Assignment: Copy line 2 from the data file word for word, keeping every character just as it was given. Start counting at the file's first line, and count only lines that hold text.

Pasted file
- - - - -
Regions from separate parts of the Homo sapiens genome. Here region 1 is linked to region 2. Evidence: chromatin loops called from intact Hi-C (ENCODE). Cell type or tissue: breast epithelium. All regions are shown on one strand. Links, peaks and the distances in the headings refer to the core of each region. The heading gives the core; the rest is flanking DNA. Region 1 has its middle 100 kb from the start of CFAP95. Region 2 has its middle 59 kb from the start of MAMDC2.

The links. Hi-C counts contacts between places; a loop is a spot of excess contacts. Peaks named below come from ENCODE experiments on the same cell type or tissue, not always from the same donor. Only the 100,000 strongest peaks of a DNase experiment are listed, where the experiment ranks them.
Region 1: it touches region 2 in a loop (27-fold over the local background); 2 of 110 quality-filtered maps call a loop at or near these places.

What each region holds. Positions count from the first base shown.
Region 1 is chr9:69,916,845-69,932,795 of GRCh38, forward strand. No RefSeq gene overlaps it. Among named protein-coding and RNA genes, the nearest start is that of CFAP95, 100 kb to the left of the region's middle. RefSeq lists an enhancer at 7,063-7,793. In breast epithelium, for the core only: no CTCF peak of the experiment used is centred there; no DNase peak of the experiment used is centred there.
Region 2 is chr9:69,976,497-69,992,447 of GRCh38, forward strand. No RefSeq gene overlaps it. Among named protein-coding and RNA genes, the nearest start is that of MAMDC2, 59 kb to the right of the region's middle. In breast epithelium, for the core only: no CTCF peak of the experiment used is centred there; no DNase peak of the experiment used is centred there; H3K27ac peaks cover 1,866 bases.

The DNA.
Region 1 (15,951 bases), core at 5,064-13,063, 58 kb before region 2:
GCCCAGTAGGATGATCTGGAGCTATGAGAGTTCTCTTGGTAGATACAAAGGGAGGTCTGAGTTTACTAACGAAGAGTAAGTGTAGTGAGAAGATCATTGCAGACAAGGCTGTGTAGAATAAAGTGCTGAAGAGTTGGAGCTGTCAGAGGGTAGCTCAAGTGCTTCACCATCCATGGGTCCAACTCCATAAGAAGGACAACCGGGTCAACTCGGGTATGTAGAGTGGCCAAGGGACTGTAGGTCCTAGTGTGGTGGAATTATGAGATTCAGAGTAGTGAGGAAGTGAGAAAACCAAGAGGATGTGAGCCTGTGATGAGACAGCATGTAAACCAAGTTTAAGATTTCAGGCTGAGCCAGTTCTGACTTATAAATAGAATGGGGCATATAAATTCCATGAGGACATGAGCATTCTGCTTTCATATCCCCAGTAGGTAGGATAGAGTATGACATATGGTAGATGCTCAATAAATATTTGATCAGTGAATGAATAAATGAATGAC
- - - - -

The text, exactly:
The links. Hi-C counts contacts between places; a loop is a spot of excess contacts. Peaks named below come from ENCODE experiments on the same cell type or tissue, not always from the same donor. Only the 100,000 strongest peaks of a DNase experiment are listed, where the experiment ranks them.